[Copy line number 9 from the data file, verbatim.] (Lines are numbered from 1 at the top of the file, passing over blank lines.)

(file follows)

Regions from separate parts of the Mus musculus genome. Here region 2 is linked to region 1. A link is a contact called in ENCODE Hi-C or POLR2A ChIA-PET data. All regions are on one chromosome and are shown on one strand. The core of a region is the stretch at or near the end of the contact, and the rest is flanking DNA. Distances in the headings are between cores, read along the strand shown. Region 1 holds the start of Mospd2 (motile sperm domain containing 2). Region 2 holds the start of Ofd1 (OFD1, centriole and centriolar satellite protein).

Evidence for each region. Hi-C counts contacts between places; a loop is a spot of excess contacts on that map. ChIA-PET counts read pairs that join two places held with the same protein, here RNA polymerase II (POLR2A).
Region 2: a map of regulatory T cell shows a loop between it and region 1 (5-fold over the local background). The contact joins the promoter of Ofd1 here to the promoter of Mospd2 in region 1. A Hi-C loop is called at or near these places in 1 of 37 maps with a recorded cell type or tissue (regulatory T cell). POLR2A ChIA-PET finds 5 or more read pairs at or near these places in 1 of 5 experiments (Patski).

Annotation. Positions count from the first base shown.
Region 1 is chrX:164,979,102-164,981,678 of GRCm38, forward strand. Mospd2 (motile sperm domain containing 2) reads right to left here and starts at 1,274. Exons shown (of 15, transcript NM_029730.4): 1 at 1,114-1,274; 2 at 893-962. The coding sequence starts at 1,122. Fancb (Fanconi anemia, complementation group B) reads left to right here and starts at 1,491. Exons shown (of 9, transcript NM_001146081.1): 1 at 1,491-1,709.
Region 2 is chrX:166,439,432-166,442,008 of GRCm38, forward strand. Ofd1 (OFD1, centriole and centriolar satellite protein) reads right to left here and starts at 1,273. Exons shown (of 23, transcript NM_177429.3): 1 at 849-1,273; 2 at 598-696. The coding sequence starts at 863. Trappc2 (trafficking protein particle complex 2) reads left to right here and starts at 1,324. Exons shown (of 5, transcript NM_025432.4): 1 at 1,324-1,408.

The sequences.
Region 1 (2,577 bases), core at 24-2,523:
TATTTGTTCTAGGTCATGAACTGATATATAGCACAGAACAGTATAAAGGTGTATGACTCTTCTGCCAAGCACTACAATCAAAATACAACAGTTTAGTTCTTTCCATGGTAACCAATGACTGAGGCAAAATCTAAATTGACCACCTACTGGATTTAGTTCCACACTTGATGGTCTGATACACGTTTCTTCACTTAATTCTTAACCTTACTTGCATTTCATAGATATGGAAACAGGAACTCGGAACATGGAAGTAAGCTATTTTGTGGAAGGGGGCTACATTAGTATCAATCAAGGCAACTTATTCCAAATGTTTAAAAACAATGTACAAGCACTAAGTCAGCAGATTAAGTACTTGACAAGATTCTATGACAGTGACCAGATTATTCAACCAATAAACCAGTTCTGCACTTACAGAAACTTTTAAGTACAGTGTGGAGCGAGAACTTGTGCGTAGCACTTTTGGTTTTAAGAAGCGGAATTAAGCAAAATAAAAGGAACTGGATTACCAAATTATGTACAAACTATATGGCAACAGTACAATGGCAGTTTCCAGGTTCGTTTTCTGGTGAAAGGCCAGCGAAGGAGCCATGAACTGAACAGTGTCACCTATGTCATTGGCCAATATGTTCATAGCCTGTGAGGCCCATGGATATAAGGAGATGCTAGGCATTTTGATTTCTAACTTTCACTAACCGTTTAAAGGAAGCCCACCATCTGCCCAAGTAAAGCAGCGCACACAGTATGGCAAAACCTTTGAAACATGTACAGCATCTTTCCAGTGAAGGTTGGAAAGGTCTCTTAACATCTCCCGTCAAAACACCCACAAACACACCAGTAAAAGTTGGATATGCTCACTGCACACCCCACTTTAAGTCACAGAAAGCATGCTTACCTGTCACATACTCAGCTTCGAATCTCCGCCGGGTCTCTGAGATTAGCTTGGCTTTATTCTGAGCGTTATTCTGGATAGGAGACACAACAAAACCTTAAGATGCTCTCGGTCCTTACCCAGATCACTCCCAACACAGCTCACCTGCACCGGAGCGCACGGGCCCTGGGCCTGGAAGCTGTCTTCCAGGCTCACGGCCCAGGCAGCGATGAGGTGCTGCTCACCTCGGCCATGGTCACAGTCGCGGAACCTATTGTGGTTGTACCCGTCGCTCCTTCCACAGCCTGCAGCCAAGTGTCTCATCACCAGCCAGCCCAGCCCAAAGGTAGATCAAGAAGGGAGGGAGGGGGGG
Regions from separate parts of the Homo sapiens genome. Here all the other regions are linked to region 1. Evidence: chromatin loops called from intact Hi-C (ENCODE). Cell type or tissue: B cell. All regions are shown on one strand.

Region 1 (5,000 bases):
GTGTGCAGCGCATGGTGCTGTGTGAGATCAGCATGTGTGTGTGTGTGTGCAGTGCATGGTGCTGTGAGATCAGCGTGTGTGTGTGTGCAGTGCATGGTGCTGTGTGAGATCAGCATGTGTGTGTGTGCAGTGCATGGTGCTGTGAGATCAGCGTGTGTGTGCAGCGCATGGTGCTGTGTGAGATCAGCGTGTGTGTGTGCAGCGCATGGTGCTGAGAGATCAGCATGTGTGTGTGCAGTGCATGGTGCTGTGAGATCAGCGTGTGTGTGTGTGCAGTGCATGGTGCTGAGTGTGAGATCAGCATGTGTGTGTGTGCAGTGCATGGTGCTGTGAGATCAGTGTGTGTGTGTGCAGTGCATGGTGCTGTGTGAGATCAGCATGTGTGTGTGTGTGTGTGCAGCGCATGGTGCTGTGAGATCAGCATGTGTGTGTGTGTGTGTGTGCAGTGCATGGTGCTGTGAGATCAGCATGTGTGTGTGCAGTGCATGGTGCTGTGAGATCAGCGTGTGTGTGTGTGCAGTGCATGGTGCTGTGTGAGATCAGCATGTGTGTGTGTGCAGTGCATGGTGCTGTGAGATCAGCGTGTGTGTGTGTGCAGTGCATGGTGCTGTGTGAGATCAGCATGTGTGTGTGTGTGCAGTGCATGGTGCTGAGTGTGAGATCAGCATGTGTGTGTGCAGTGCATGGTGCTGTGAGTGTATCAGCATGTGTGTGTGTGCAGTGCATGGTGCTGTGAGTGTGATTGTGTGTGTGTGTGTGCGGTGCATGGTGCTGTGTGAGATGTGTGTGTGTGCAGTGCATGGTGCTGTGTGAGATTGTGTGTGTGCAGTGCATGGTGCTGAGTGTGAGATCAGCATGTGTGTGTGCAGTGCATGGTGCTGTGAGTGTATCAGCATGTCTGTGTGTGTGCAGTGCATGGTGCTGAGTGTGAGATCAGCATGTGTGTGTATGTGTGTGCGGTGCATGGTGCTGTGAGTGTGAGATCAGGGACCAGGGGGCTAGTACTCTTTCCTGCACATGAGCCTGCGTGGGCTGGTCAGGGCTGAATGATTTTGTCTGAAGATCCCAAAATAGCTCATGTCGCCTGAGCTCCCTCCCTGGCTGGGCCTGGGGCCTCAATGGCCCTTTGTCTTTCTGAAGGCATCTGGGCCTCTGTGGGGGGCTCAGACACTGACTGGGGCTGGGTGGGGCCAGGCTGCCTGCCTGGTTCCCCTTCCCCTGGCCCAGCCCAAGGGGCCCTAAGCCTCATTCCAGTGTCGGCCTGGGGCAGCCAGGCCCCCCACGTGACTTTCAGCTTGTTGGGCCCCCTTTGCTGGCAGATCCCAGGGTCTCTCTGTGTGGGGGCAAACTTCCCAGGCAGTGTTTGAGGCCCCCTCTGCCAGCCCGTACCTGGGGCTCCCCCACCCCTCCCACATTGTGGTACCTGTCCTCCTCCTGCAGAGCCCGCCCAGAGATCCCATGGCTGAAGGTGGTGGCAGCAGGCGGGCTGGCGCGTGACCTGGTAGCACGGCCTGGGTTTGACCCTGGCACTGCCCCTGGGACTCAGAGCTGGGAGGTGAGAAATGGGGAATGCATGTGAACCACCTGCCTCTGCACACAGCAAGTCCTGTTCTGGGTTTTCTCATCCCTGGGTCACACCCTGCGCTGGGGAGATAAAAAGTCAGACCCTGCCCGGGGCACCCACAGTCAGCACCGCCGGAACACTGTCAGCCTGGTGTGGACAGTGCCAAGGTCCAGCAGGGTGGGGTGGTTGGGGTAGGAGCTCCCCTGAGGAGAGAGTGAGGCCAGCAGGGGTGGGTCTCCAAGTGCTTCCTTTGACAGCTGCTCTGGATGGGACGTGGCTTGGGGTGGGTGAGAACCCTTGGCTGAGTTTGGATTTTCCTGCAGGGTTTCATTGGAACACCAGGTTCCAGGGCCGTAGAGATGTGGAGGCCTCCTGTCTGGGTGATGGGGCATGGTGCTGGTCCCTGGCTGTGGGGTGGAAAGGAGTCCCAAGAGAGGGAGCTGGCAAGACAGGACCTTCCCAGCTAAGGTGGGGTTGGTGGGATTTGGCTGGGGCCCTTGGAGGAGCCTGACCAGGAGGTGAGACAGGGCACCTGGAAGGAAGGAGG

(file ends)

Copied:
TATTTGTTCTAGGTCATGAACTGATATATAGCACAGAACAGTATAAAGGTGTATGACTCTTCTGCCAAGCACTACAATCAAAATACAACAGTTTAGTTCTTTCCATGGTAACCAATGACTGAGGCAAAATCTAAATTGACCACCTACTGGATTTAGTTCCACACTTGATGGTCTGATACACGTTTCTTCACTTAATTCTTAACCTTACTTGCATTTCATAGATATGGAAACAGGAACTCGGAACATGGAAGTAAGCTATTTTGTGGAAGGGGGCTACATTAGTATCAATCAAGGCAACTTATTCCAAATGTTTAAAAACAATGTACAAGCACTAAGTCAGCAGATTAAGTACTTGACAAGATTCTATGACAGTGACCAGATTATTCAACCAATAAACCAGTTCTGCACTTACAGAAACTTTTAAGTACAGTGTGGAGCGAGAACTTGTGCGTAGCACTTTTGGTTTTAAGAAGCGGAATTAAGCAAAATAAAAGGAACTGGATTACCAAATTATGTACAAACTATATGGCAACAGTACAATGGCAGTTTCCAGGTTCGTTTTCTGGTGAAAGGCCAGCGAAGGAGCCATGAACTGAACAGTGTCACCTATGTCATTGGCCAATATGTTCATAGCCTGTGAGGCCCATGGATATAAGGAGATGCTAGGCATTTTGATTTCTAACTTTCACTAACCGTTTAAAGGAAGCCCACCATCTGCCCAAGTAAAGCAGCGCACACAGTATGGCAAAACCTTTGAAACATGTACAGCATCTTTCCAGTGAAGGTTGGAAAGGTCTCTTAACATCTCCCGTCAAAACACCCACAAACACACCAGTAAAAGTTGGATATGCTCACTGCACACCCCACTTTAAGTCACAGAAAGCATGCTTACCTGTCACATACTCAGCTTCGAATCTCCGCCGGGTCTCTGAGATTAGCTTGGCTTTATTCTGAGCGTTATTCTGGATAGGAGACACAACAAAACCTTAAGATGCTCTCGGTCCTTACCCAGATCACTCCCAACACAGCTCACCTGCACCGGAGCGCACGGGCCCTGGGCCTGGAAGCTGTCTTCCAGGCTCACGGCCCAGGCAGCGATGAGGTGCTGCTCACCTCGGCCATGGTCACAGTCGCGGAACCTATTGTGGTTGTACCCGTCGCTCCTTCCACAGCCTGCAGCCAAGTGTCTCATCACCAGCCAGCCCAGCCCAAAGGTAGATCAAGAAGGGAGGGAGGGGGGG